Only a small percentage of medical and biological research involves the use of animals. That part remains vital, however, to further the development of treatments or cures for medical conditions that blight or destroy the lives of humans - and animals. The College's statement of its policy on animal use is available via the Central Secretariat with further information regarding animal use at Imperial available through the Animal Research pages. Points to note are:

  1. It is unethical to conduct poor quality research on animal subjects. Researchers should therefore ensure that all such research is properly designed and conducted.
  2. All biomedical research must comply with both the letter and the spirit of the Animals (Scientific Procedures) Act 1986 (ASPA) - widely viewed as the most rigorous piece of legislation of its type in the world - which regulates any experimental or other scientific procedure applied to a protected animal that may have the effect of causing that animal pain, suffering, distress or lasting harm (a regulated procedure). The overall responsibility for ensuring compliance with the provisions of ASPA is held by the Certificate Holder, a representative of the governing authority of the College. This position is currently held by the Provost.
  3. Before any regulated procedure is carried out it must be part of a programme specified in a project licence and carried out only by a person holding an appropriate personal licence. Applications for the grant of a project or personal licence are made to the Secretary of State for the Home Office.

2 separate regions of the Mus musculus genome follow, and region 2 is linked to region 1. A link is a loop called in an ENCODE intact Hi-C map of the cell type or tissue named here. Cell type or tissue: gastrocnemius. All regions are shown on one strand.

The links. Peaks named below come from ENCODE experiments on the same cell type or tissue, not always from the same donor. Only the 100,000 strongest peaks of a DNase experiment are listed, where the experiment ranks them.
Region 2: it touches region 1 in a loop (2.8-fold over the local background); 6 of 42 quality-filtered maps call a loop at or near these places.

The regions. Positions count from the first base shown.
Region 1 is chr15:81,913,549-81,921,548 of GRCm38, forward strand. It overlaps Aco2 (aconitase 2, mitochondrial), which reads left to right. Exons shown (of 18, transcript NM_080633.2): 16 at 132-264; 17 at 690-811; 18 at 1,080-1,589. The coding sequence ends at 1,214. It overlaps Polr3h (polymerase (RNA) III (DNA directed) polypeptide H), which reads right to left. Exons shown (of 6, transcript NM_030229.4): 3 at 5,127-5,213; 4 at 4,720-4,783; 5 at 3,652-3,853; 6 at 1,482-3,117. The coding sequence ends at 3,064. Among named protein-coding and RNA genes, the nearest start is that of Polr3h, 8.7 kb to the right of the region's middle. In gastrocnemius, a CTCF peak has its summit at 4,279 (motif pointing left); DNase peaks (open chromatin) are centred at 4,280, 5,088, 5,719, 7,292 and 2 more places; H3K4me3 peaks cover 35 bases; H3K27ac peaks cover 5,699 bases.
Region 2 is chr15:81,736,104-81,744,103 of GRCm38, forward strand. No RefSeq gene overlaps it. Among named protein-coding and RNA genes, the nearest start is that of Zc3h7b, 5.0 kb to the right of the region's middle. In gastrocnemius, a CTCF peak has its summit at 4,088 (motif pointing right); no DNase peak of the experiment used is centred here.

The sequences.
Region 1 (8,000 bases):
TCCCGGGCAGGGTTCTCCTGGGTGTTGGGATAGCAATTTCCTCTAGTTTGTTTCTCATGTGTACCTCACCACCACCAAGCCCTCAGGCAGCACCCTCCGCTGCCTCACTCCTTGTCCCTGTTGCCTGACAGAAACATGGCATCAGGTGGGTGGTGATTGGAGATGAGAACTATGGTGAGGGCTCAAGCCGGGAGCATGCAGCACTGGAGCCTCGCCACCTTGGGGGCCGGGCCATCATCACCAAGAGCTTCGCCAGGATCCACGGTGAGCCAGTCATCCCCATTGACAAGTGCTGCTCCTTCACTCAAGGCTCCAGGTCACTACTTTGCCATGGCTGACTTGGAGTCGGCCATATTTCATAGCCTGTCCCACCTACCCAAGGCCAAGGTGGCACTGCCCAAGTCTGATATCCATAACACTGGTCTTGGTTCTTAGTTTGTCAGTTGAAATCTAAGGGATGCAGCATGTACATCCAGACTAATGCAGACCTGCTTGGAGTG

4. No application for a project licence can be made to the Home Office until it has been reviewed by the College's Animal Welfare and Ethical Review Body (AWERB). AWERB includes members who are vets, animal care staff and lay people (some of whom are independent of the College), and scrutinises all project proposals for scientific and ethical justification of animal use. The Committee also provides information and advice about ethical analysis, best practice in animal welfare and new developments in techniques that avoid animal use. This is in line with the aim of the AWERB to develop initiatives leading to the widest possible application of the 3Rs: Replacement (of animals with non-sentient alternatives), Reduction (in animal numbers) and Refinement (of techniques to minimise pain and suffering).
  5. A personal licence is the Home Secretary's endorsement that the holder is a suitable and sufficiently competent person to carry out specified regulated procedures. Personal licensees assume primary responsibility for the welfare of the animals on which they perform regulated procedures. All new applicants for personal licences are required to complete an appropriate Home Office approved training course. The Central Biomedical Services (CBS) training unit provides these accredited training courses on a monthly basis.

Please note also that:

  1. All research must comply with the CBS protocols relating to Health and Safety Legislation.
  2. No-one is permitted to work within CBS facilities unless they have been satisfactorily screened by the Occupational Health Department for Allergy to Laboratory Animals.
  3. Heads of Department/ Divisions/ Project Leaders/ CBS must ensure that all staff are aware of the relevant protocols, SOPs and risk assessments.
  4. ASPA has recently been revised to transpose European Directive 2010/63/EU on the protection of animals used for scientific purposes. The revised legislation came into force on 1 January 2013. A consolidated version of ASPA for guidance is available from the Home Office website. This document is not a definitive statement of the law.